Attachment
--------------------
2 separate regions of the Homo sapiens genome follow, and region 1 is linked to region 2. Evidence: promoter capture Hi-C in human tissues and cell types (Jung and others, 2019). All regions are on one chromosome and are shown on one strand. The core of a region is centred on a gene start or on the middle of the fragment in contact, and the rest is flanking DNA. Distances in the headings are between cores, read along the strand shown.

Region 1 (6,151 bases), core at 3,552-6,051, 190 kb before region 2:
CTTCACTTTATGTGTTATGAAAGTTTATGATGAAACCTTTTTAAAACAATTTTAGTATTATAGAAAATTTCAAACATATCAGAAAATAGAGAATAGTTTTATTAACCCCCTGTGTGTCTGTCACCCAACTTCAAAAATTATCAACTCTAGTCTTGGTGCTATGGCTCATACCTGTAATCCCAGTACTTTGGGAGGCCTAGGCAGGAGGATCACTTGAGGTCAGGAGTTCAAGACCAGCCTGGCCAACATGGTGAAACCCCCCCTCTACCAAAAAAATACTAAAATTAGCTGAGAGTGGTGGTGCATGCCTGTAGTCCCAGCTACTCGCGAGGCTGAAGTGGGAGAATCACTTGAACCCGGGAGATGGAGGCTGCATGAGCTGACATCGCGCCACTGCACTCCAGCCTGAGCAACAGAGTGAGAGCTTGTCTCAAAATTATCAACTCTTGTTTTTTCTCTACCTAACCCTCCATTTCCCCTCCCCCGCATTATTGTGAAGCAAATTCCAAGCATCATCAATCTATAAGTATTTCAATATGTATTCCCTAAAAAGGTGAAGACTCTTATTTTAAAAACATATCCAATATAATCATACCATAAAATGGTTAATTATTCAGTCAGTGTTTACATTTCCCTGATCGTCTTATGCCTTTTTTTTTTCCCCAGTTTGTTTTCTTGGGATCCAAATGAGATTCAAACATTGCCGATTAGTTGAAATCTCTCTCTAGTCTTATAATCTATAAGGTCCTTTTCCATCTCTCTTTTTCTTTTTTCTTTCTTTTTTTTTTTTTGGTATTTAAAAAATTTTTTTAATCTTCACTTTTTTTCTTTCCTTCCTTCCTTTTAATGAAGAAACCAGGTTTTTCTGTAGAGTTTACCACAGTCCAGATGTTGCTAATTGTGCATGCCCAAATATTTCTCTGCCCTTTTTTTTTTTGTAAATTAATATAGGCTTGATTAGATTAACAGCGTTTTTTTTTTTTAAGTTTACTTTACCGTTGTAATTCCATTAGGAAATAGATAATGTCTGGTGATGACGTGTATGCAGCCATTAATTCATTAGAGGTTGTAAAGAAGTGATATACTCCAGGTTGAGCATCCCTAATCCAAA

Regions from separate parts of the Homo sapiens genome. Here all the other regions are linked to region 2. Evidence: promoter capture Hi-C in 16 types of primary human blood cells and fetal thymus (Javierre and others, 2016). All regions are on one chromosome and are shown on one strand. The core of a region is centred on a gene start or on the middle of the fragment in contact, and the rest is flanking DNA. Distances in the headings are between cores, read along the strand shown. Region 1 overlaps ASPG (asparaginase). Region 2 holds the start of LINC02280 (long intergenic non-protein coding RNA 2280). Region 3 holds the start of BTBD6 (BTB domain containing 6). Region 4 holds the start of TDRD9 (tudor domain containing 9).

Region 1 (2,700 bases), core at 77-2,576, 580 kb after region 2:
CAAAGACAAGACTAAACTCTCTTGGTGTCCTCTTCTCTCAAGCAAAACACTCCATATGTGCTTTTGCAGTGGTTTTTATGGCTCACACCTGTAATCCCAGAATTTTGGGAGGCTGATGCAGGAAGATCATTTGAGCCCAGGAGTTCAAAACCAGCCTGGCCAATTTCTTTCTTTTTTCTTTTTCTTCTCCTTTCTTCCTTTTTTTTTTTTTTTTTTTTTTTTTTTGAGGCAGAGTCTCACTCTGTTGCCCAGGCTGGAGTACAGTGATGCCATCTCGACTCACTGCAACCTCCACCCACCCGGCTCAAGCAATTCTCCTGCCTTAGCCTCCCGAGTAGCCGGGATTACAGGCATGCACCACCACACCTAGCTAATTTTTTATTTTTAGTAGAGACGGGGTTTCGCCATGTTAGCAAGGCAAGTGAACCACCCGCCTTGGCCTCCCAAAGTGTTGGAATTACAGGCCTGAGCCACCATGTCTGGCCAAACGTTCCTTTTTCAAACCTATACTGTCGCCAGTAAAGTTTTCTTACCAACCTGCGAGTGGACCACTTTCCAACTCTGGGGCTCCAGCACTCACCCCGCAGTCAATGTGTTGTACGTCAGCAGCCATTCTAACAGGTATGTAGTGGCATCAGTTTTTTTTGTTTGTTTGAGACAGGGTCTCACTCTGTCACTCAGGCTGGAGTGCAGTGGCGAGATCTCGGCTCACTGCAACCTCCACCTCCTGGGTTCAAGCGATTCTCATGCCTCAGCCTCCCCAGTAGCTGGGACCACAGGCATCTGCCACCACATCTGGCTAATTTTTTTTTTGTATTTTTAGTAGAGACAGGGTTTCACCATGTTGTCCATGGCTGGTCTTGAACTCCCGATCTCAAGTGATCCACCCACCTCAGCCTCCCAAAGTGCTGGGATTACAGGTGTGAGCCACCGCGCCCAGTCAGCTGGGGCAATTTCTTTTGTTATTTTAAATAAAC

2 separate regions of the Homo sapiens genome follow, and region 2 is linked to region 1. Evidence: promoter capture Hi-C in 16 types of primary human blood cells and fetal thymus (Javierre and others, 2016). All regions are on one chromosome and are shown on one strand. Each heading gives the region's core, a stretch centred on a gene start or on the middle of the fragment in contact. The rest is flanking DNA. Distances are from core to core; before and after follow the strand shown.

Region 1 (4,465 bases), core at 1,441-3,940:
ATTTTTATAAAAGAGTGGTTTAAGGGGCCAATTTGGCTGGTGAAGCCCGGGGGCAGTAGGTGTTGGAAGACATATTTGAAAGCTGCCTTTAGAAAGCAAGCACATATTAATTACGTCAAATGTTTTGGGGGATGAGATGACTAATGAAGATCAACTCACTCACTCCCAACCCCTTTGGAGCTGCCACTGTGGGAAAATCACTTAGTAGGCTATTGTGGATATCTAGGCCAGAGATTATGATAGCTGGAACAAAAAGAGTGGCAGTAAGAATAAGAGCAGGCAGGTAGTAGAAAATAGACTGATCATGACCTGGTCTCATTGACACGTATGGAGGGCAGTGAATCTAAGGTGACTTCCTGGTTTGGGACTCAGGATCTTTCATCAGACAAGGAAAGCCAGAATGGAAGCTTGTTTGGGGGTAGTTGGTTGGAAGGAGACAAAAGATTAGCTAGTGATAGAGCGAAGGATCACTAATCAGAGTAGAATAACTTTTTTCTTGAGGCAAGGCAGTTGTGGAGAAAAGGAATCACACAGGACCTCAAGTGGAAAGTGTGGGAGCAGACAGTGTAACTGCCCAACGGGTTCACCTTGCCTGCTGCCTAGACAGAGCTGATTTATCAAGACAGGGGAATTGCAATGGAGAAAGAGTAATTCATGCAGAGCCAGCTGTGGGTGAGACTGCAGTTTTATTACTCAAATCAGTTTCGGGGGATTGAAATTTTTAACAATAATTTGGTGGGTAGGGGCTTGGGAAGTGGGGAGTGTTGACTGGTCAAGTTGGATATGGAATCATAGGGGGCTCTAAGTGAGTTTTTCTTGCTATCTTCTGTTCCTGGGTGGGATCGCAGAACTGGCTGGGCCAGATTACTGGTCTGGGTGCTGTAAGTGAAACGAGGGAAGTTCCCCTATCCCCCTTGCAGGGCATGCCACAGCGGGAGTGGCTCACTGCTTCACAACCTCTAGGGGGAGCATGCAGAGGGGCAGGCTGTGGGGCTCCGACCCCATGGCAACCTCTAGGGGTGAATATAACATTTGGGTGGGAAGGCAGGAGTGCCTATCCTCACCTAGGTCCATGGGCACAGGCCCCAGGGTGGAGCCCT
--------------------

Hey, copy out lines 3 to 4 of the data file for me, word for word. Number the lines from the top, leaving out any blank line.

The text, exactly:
CTTCACTTTATGTGTTATGAAAGTTTATGATGAAACCTTTTTAAAACAATTTTAGTATTATAGAAAATTTCAAACATATCAGAAAATAGAGAATAGTTTTATTAACCCCCTGTGTGTCTGTCACCCAACTTCAAAAATTATCAACTCTAGTCTTGGTGCTATGGCTCATACCTGTAATCCCAGTACTTTGGGAGGCCTAGGCAGGAGGATCACTTGAGGTCAGGAGTTCAAGACCAGCCTGGCCAACATGGTGAAACCCCCCCTCTACCAAAAAAATACTAAAATTAGCTGAGAGTGGTGGTGCATGCCTGTAGTCCCAGCTACTCGCGAGGCTGAAGTGGGAGAATCACTTGAACCCGGGAGATGGAGGCTGCATGAGCTGACATCGCGCCACTGCACTCCAGCCTGAGCAACAGAGTGAGAGCTTGTCTCAAAATTATCAACTCTTGTTTTTTCTCTACCTAACCCTCCATTTCCCCTCCCCCGCATTATTGTGAAGCAAATTCCAAGCATCATCAATCTATAAGTATTTCAATATGTATTCCCTAAAAAGGTGAAGACTCTTATTTTAAAAACATATCCAATATAATCATACCATAAAATGGTTAATTATTCAGTCAGTGTTTACATTTCCCTGATCGTCTTATGCCTTTTTTTTTTCCCCAGTTTGTTTTCTTGGGATCCAAATGAGATTCAAACATTGCCGATTAGTTGAAATCTCTCTCTAGTCTTATAATCTATAAGGTCCTTTTCCATCTCTCTTTTTCTTTTTTCTTTCTTTTTTTTTTTTTGGTATTTAAAAAATTTTTTTAATCTTCACTTTTTTTCTTTCCTTCCTTCCTTTTAATGAAGAAACCAGGTTTTTCTGTAGAGTTTACCACAGTCCAGATGTTGCTAATTGTGCATGCCCAAATATTTCTCTGCCCTTTTTTTTTTTGTAAATTAATATAGGCTTGATTAGATTAACAGCGTTTTTTTTTTTTAAGTTTACTTTACCGTTGTAATTCCATTAGGAAATAGATAATGTCTGGTGATGACGTGTATGCAGCCATTAATTCATTAGAGGTTGTAAAGAAGTGATATACTCCAGGTTGAGCATCCCTAATCCAAA

Regions from separate parts of the Homo sapiens genome. Here all the other regions are linked to region 2. Evidence: promoter capture Hi-C in 16 types of primary human blood cells and fetal thymus (Javierre and others, 2016). All regions are on one chromosome and are shown on one strand. The core of a region is centred on a gene start or on the middle of the fragment in contact, and the rest is flanking DNA. Distances in the headings are between cores, read along the strand shown. Region 1 overlaps ASPG (asparaginase). Region 2 holds the start of LINC02280 (long intergenic non-protein coding RNA 2280). Region 3 holds the start of BTBD6 (BTB domain containing 6). Region 4 holds the start of TDRD9 (tudor domain containing 9).